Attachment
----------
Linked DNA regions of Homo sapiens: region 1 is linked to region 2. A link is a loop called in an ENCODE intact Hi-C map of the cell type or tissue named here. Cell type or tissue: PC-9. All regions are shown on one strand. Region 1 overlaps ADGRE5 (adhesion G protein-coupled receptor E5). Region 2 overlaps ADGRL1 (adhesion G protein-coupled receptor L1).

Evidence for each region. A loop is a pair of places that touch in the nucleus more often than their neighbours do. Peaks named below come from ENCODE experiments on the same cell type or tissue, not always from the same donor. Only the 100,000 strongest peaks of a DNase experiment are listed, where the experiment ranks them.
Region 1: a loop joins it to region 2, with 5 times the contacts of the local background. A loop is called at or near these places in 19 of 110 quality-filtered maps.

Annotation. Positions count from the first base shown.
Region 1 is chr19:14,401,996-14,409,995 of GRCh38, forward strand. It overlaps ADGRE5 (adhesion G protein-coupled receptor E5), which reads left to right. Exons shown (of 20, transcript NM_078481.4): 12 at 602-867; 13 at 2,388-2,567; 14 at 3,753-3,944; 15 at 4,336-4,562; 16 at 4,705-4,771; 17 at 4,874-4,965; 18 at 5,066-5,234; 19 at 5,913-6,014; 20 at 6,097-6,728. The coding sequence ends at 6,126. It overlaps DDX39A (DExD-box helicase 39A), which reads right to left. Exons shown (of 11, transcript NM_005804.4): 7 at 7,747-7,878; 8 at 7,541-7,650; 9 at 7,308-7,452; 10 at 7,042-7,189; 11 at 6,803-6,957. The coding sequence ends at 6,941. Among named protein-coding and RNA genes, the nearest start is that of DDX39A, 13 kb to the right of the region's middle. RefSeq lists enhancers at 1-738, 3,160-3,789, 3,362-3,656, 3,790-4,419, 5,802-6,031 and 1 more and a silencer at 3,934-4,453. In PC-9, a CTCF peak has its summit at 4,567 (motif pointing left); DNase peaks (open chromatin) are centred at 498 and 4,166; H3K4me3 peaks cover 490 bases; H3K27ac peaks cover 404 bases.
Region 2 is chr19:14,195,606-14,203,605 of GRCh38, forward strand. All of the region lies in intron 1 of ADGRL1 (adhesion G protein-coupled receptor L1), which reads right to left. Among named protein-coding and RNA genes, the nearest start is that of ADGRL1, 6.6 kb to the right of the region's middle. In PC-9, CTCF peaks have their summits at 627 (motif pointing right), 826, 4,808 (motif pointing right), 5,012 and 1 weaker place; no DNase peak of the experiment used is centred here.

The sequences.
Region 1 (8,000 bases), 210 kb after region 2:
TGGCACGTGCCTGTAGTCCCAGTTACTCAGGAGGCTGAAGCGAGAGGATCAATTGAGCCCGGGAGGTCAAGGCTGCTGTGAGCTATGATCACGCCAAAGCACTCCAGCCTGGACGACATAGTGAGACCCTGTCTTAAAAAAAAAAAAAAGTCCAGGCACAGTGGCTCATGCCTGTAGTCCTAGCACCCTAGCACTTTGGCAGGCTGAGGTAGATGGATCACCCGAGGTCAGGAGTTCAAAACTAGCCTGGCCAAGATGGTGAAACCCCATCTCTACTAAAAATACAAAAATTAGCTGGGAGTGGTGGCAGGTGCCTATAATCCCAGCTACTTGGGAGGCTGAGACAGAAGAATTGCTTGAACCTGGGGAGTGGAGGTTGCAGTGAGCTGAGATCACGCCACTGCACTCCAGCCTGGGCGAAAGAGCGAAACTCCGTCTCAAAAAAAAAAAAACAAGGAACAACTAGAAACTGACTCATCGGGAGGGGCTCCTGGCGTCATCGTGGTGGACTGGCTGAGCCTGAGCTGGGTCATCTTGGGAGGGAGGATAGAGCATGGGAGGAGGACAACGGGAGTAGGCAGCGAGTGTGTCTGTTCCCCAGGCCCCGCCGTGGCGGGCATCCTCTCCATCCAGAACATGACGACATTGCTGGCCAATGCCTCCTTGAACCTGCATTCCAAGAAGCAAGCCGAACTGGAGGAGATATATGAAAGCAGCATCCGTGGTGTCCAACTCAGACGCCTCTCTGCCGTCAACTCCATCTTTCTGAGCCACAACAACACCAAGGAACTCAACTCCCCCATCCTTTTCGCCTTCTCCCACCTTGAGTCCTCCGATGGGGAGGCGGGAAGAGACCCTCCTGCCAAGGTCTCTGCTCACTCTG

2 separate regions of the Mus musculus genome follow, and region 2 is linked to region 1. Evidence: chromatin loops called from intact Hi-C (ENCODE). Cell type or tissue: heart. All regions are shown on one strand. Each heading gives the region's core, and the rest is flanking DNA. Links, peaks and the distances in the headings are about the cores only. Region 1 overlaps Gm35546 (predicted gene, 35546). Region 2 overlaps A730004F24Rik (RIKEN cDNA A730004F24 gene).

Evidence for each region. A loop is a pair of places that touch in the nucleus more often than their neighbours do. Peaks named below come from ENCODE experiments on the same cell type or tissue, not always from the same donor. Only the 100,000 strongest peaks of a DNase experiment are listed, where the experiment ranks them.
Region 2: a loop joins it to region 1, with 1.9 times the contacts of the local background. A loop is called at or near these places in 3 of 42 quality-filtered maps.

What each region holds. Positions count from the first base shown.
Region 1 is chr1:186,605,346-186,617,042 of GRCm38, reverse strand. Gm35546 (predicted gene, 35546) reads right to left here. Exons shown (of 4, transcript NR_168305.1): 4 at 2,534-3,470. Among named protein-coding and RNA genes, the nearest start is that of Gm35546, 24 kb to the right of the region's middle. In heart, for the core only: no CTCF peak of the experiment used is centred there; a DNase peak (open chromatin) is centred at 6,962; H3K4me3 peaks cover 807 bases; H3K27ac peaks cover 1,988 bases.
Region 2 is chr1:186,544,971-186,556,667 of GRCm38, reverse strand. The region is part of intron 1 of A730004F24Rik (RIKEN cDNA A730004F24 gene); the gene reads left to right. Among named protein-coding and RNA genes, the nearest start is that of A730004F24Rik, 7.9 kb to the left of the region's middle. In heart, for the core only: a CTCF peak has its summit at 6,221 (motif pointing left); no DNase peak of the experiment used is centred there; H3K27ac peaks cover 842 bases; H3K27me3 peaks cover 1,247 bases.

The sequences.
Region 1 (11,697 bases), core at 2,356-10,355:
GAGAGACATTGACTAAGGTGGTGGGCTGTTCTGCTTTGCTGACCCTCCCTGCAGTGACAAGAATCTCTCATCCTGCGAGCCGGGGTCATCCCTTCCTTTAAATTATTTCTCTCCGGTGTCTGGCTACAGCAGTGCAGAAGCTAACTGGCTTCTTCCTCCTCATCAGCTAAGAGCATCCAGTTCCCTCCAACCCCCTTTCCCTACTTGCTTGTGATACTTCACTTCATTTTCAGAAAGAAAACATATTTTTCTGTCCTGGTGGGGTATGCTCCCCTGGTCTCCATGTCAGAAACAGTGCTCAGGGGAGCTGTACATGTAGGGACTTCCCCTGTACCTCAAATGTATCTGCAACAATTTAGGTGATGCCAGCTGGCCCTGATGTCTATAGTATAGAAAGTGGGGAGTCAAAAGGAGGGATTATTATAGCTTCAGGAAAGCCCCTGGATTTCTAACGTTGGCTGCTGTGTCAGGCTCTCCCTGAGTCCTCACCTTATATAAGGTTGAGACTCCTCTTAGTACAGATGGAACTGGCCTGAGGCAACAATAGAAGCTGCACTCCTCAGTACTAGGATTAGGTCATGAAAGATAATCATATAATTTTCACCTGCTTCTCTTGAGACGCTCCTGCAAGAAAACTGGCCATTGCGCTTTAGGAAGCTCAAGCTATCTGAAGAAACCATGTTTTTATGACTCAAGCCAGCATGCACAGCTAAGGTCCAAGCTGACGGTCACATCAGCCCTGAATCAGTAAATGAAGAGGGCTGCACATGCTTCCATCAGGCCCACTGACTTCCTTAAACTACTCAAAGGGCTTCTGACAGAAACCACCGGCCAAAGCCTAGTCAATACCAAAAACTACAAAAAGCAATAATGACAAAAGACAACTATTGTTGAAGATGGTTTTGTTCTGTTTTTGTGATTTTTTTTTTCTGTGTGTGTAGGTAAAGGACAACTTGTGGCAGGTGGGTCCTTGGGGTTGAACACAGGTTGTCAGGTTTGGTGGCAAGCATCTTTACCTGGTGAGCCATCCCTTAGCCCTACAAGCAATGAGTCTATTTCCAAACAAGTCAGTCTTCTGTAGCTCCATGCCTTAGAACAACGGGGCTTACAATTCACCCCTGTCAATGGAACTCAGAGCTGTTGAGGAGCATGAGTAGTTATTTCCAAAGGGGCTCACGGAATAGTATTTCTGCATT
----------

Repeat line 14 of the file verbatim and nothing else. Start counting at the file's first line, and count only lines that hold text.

Region 1 is chr1:186,605,346-186,617,042 of GRCm38, reverse strand. Gm35546 (predicted gene, 35546) reads right to left here. Exons shown (of 4, transcript NR_168305.1): 4 at 2,534-3,470. Among named protein-coding and RNA genes, the nearest start is that of Gm35546, 24 kb to the right of the region's middle. In heart, for the core only: no CTCF peak of the experiment used is centred there; a DNase peak (open chromatin) is centred at 6,962; H3K4me3 peaks cover 807 bases; H3K27ac peaks cover 1,988 bases.